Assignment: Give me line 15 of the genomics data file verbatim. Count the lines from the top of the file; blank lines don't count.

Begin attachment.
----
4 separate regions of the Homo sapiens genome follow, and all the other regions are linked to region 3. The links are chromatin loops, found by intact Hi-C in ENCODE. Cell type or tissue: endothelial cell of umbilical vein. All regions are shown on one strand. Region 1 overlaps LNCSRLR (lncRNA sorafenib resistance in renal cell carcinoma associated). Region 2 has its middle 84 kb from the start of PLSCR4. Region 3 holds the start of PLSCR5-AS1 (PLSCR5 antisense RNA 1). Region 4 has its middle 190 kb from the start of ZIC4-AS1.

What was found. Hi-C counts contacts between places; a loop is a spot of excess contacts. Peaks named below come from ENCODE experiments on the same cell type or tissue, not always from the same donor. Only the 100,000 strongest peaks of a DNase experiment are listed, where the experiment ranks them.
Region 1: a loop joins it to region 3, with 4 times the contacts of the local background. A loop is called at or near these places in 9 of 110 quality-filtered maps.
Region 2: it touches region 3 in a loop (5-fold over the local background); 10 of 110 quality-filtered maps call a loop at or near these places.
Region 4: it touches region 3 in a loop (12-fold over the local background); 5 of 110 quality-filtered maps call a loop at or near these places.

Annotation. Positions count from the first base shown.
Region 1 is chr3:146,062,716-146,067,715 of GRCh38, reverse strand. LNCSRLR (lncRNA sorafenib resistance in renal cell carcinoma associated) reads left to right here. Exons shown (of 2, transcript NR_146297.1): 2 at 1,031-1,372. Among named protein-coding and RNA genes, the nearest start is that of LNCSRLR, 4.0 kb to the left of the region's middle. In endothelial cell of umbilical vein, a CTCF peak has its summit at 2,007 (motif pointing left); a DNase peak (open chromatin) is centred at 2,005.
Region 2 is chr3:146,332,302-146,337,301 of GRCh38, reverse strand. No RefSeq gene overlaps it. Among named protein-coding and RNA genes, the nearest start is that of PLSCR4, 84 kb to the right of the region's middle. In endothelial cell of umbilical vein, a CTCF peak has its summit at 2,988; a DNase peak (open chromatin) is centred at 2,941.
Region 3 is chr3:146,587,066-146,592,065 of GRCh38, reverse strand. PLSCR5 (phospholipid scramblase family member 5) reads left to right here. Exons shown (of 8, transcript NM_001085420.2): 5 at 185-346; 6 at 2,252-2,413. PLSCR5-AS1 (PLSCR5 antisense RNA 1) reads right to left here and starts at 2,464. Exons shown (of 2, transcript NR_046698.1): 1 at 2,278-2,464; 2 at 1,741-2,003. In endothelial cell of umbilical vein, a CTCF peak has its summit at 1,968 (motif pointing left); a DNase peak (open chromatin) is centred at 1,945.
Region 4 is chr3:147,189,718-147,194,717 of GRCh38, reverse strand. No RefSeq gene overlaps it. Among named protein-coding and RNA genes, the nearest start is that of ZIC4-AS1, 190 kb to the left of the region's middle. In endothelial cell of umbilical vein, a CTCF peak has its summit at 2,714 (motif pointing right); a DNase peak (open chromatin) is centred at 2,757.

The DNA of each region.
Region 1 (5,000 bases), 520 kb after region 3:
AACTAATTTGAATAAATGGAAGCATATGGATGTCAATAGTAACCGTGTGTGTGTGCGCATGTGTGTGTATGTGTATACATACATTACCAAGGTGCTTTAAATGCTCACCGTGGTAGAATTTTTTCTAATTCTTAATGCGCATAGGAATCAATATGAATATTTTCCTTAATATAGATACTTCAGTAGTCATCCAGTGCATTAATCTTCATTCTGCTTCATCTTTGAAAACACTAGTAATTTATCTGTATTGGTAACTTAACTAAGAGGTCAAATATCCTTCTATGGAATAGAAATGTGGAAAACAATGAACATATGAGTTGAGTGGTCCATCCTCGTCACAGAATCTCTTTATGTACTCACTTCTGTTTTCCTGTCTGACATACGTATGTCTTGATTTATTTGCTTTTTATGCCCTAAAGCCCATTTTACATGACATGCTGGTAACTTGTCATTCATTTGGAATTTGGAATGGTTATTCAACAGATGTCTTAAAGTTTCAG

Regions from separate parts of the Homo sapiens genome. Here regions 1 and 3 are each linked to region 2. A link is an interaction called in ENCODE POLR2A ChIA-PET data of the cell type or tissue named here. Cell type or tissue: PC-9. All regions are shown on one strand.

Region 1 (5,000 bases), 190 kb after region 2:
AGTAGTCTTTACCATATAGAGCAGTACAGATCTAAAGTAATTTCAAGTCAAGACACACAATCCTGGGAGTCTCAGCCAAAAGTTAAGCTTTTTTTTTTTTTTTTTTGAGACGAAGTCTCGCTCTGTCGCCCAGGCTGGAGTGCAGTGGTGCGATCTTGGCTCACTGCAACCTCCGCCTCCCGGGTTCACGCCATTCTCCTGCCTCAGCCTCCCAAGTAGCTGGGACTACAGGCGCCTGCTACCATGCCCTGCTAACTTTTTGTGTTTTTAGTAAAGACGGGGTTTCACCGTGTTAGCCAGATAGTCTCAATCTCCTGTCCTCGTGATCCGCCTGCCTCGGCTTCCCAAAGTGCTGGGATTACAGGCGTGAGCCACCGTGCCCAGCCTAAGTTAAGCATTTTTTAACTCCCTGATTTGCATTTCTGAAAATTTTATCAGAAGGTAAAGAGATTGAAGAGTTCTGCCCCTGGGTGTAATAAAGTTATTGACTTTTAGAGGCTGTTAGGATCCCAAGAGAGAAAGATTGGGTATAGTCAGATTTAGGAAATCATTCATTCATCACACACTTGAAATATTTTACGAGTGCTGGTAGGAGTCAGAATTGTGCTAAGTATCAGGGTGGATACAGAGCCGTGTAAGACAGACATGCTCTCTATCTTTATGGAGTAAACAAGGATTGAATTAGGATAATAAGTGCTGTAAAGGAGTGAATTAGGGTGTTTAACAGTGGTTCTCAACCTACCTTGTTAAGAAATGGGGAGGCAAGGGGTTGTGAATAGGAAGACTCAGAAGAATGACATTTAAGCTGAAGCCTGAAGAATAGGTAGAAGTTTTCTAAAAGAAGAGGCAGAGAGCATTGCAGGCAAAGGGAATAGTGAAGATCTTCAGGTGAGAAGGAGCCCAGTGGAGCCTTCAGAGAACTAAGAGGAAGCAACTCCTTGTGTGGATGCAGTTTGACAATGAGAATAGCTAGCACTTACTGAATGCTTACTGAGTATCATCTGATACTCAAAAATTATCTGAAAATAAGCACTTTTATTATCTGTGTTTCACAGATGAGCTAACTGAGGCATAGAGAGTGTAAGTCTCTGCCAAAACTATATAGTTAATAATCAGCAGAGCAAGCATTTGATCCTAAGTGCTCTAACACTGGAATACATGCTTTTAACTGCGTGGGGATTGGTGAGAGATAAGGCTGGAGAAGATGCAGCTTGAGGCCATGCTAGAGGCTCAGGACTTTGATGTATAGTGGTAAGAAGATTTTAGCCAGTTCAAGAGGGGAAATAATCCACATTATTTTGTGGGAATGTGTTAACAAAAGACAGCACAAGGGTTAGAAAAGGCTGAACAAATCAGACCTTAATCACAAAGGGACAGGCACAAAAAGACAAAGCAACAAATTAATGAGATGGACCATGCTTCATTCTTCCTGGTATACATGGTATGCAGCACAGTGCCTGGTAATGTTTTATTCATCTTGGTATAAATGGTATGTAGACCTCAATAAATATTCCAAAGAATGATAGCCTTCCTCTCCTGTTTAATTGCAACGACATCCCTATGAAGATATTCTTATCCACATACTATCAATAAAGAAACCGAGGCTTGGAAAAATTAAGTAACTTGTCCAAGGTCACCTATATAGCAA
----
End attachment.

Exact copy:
Region 1 (5,000 bases), 190 kb after region 2: